Tuesday, July 28, 1998 Published at 01:39 GMT 02:39 UK
1,000 women in cancer scare
St George's Hospital: Possible errors in the colposcopy service
The inquiry at St George's Hospital revealed that at least one woman died of cervical cancer after being given the all clear by the service.
All the women had already had moderate or severe abnormalities detected by a standard smear test.
Two independent experts were asked by St George's to review the cases of 19 of Mr Barker's patients, seen between 1989 and 1996. All had developed cancers.
The experts found that his treatment of eight cases had been sub standard, and in four there was cause for concern.
His judgement was called into question after another consultant at the hospital began seeing women who had been given the all clear by the clinic and had subsequently gone on to develop cancer.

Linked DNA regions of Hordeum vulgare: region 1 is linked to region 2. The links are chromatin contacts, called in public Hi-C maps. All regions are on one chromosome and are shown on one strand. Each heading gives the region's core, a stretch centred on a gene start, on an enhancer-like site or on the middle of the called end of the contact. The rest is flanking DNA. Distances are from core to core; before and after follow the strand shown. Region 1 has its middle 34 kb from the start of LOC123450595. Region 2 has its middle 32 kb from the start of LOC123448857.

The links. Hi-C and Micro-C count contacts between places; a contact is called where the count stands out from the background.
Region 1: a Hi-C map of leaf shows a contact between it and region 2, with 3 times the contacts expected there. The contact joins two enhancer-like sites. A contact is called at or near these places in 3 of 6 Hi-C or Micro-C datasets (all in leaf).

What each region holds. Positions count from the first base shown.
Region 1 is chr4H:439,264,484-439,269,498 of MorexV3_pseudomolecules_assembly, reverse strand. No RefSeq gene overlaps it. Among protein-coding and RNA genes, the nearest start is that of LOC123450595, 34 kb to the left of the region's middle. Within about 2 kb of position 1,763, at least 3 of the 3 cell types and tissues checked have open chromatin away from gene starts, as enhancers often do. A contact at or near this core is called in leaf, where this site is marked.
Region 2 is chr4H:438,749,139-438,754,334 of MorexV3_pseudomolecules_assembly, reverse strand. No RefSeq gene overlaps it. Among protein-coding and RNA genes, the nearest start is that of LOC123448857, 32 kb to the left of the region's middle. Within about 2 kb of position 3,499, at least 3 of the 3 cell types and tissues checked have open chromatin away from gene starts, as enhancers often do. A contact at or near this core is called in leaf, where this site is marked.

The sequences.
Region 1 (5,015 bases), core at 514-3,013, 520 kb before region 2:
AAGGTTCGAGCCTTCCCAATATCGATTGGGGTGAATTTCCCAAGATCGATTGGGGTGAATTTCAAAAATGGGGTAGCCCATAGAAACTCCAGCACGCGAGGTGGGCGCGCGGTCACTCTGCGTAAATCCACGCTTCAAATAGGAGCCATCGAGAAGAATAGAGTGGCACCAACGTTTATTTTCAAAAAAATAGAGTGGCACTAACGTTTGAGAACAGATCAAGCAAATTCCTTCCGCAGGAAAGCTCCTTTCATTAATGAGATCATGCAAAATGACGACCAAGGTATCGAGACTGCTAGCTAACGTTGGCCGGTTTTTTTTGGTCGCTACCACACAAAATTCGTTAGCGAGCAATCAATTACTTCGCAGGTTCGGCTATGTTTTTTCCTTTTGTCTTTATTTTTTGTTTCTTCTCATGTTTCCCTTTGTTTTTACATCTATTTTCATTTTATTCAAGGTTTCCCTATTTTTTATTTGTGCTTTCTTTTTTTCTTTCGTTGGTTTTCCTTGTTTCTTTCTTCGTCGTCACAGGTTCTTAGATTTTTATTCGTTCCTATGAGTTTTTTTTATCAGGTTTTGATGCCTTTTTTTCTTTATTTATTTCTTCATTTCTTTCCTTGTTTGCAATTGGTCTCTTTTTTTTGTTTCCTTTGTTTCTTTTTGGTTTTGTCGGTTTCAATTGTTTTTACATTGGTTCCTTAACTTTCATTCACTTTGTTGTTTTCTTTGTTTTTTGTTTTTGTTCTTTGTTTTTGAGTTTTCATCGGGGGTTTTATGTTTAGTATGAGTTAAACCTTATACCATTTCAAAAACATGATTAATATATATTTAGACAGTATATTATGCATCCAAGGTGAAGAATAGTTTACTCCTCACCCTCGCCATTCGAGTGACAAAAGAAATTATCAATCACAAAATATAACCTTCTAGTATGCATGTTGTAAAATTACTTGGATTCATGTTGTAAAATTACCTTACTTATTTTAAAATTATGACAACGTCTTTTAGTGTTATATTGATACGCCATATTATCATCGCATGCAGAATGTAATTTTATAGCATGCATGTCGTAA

The hospital stresses that no method of detecting cancer is 100% accurate.
Andrew Dillon, chief executive of the hospital, warned that other hospitals in the NHS needed help to review their services. Mr Dillon expressed his regret about the anxiety the recall will cause women, but was confident the hospital was doing the right thing.
Mr Barker has agreed to withdraw from all clinical activity at the Trust until the recall is completed.
A spokesman for the Department of Health said: "We are certainly aware of the situation and are glad that [the Trust is] acting speedily to allay women's concerns."
Recent screening scares
St George's is the latest centre to be investigated for faulty screening.
An inquiry found widespread flaws in the screening operation.
Despite these worries, the screening programme has had great success in helping to reduce the number of deaths from cervical cancer - down about 40% on 1979.
St George's Hospital has issued a freephone number for women who may be concerned about their health: 0800 3286905.
In a separate development in South Wales, it has been revealed that 14 women developed cancer after they were wrongly told that their cervical smear tests were normal four years ago.
Two of the women have since died, and twelve others have undergone new treatment.